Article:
Good headway being made on entrepreneurship key competence

 European funds

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 Assistance to the Candidate countries to support their progressive compliance with EU rules and policies, including the acquis communautaire if necessary, in preparation for their accession

The ETF has just completed an interim assessment of the EU’s pre-accession countries’ performance on the human resource dimensions of the European Charter for Small Enterprise. Three countries in particular stand out for their efforts in promoting entrepreneurship as a key competence

Firstly, Montenegro has elaborated a national entrepreneurial learning strategy which is expected to go for Government approval in late spring 2008. The strategy covers all parts of the education system and is intended to provide a comprehensive framework for lifelong entrepreneurial learning development with a particular emphasis given to key competence development. While the strategy awaits adoption, however, the education authorities have already moved on introducing the key competence within some 38% of secondary schools with where teachers have been trained and new pedagogic-didactic materials introduced. Lola Radulović of the SME authority underlines the wider value of the entrepreneurship key competence, ‘employers need enterprising workers, people who are spot opportunities and who are not frightened of taking an initiative’, she says.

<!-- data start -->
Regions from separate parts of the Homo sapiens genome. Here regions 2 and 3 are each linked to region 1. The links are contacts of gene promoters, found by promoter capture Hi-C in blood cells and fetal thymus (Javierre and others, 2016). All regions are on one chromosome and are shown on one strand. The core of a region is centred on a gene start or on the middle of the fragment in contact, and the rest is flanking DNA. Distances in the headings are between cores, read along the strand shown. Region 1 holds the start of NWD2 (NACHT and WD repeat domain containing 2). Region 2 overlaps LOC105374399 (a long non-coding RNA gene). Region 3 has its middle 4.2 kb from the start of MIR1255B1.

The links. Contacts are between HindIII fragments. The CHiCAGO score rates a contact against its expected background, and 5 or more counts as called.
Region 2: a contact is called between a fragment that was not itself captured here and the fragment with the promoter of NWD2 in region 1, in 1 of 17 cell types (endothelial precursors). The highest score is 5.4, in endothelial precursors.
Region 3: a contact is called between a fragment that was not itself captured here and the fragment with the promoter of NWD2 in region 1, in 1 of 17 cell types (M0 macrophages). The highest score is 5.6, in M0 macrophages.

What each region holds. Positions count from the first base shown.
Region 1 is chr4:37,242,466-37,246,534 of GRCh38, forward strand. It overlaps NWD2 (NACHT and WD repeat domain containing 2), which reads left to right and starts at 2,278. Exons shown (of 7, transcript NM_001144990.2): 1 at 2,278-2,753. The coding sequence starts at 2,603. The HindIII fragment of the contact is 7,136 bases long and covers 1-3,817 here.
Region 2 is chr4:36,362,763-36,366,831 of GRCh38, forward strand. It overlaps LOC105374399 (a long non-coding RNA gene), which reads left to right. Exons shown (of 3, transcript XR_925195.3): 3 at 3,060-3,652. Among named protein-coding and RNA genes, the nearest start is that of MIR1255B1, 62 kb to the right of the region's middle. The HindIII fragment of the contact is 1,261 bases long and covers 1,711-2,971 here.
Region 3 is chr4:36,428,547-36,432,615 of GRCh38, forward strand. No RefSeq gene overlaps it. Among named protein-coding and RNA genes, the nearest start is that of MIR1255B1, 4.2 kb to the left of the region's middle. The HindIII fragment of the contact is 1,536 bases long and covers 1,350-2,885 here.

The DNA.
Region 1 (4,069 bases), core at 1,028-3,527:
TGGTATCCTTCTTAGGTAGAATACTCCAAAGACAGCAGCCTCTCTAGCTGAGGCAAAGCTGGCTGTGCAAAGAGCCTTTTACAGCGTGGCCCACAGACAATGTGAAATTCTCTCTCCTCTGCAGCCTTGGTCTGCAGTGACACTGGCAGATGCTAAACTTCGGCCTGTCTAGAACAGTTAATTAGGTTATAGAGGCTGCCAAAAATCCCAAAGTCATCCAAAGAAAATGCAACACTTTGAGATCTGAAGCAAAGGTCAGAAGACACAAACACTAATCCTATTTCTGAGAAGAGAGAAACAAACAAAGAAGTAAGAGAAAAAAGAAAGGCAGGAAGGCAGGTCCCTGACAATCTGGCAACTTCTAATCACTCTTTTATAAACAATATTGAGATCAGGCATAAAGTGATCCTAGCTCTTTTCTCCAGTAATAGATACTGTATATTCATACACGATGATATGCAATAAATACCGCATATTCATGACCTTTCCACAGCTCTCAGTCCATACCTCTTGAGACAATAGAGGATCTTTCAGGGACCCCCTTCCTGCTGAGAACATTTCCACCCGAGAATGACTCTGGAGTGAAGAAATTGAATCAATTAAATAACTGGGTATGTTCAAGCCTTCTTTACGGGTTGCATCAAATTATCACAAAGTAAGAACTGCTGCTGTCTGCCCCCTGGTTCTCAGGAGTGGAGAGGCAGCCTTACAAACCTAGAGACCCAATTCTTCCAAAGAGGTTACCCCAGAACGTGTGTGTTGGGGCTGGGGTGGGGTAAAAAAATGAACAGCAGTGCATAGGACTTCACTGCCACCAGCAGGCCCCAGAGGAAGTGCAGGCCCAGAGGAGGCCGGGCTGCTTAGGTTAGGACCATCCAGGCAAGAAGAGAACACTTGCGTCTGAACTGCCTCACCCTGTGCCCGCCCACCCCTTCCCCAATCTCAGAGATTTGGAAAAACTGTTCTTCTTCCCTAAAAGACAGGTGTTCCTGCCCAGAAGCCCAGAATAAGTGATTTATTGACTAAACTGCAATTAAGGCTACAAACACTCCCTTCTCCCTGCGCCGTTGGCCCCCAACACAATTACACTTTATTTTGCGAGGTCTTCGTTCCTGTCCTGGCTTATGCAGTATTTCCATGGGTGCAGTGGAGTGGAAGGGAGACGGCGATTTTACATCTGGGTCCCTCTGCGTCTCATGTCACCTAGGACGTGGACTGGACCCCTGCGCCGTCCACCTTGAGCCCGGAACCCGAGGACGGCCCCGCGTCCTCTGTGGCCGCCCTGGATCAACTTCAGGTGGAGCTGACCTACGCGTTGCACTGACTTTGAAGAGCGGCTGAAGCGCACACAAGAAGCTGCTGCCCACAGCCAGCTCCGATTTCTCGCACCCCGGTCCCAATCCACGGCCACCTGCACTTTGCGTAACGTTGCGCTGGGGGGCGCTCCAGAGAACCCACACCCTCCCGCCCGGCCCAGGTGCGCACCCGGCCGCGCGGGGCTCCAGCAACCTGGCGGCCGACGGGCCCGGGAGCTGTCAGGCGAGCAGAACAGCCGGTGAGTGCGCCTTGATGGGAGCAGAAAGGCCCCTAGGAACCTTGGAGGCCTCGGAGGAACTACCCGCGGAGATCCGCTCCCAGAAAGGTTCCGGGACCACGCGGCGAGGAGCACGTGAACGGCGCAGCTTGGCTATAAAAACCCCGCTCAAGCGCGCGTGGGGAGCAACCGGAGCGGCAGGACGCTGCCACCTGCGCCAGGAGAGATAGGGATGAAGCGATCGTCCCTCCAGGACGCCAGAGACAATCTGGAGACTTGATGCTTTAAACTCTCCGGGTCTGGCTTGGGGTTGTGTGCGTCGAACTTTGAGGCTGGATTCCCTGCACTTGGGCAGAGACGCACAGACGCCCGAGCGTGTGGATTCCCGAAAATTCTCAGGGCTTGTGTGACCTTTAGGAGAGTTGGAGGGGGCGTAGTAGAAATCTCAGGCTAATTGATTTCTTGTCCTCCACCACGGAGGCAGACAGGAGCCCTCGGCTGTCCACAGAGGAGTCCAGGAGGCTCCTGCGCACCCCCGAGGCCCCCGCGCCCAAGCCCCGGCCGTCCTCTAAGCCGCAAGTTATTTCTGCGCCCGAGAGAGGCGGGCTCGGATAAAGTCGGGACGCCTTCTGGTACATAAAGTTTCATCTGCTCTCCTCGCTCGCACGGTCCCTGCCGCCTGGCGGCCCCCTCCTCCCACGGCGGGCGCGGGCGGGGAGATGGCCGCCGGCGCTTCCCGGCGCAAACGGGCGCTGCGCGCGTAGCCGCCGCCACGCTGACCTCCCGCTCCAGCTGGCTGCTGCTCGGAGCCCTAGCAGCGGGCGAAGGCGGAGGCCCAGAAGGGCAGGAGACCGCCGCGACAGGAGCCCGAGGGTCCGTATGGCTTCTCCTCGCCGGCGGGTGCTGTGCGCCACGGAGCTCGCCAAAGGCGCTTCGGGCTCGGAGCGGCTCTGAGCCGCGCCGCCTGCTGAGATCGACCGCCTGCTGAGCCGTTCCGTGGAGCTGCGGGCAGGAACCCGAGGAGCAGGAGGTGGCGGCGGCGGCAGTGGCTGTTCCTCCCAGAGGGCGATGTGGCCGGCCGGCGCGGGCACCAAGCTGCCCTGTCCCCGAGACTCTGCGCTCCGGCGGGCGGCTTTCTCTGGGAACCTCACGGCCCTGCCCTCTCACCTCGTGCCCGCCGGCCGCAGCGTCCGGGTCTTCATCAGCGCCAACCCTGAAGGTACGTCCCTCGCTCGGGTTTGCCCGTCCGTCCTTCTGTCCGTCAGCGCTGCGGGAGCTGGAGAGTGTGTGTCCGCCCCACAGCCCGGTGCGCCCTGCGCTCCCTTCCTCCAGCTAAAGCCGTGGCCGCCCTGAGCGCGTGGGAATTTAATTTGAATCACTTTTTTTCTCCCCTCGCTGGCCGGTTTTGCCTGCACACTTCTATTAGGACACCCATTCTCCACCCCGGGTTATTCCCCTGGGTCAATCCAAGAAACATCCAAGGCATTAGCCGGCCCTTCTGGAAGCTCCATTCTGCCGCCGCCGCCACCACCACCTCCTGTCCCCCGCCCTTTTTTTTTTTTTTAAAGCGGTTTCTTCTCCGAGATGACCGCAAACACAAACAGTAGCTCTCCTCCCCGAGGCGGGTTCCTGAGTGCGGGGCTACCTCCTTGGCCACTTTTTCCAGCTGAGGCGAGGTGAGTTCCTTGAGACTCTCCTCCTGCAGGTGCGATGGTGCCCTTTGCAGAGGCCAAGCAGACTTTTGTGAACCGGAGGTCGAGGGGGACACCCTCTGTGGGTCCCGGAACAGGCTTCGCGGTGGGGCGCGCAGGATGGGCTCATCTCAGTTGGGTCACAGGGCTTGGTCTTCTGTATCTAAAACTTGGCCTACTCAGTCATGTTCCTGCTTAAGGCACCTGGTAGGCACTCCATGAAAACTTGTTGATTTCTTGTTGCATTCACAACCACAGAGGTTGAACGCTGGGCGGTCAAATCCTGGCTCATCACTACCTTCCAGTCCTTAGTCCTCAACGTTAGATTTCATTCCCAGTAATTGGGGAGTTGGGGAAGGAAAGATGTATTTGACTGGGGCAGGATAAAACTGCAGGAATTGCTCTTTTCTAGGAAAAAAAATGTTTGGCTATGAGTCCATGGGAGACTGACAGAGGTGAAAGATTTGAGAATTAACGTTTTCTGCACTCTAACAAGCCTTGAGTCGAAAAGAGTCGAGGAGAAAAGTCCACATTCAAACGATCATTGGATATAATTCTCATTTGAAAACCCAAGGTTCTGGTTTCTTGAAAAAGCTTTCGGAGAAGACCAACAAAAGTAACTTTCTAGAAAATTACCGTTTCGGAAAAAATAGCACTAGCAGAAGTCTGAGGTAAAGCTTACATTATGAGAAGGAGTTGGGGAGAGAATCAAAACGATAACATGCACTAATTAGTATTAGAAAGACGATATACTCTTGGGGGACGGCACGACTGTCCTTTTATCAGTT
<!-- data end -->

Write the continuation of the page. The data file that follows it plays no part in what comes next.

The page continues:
Serbia is also forging ahead with key competence development but specifically in the vocational training areas e.g. agriculture, mechanical engineering and health care with additional occupational areas to be included in 2008 (e.g. electrical engineering, tourism). These developments follow the adoption of the national vocational training strategy adopted in late 2006 and demonstrate a commitment by the Belgrade authorities to see through the reforms outlined in the strategy.

For its part, Kosovo has elaborated an entrepreneurial learning strategy which covers all parts of the education system, where the entrepreneurship key competence is a primary pillar to envisaged reforms. Kosovo has additionally defined a series of standards for entrepreneurial learning to ensure appropriateness of the teaching and learning processes.

Meanwhile, two neighbouring countries have taken important steps to address the key competence policy concerns. Croatia is revisiting its national curriculum strategy with a view to incorporating the key competence provisions within pre-school, primary and secondary education. And fYR of Macedonia has signalled intentions to move forward strategically on key competence developments with a specific request for support from the European Union through its IPA Programme. This will build upon harder entrepreneurship knowledge and skills promotion which is now mandatory for all secondary level schooling.

Reflecting on the key competence developments of the four countries, Anthony Gribben points to good policy motivation by the countries to accommodate the education guidelines within the SME Policy Index.

The ETF works with the European Commission (Directorate General for Enterprise & Industry), OECD and the European Bank for Reconstruction and Development is supporting the EU pre-accession region in meeting the policy requirements of the European Charter for Small Enterprise.

Education and Training Agency (ETF)

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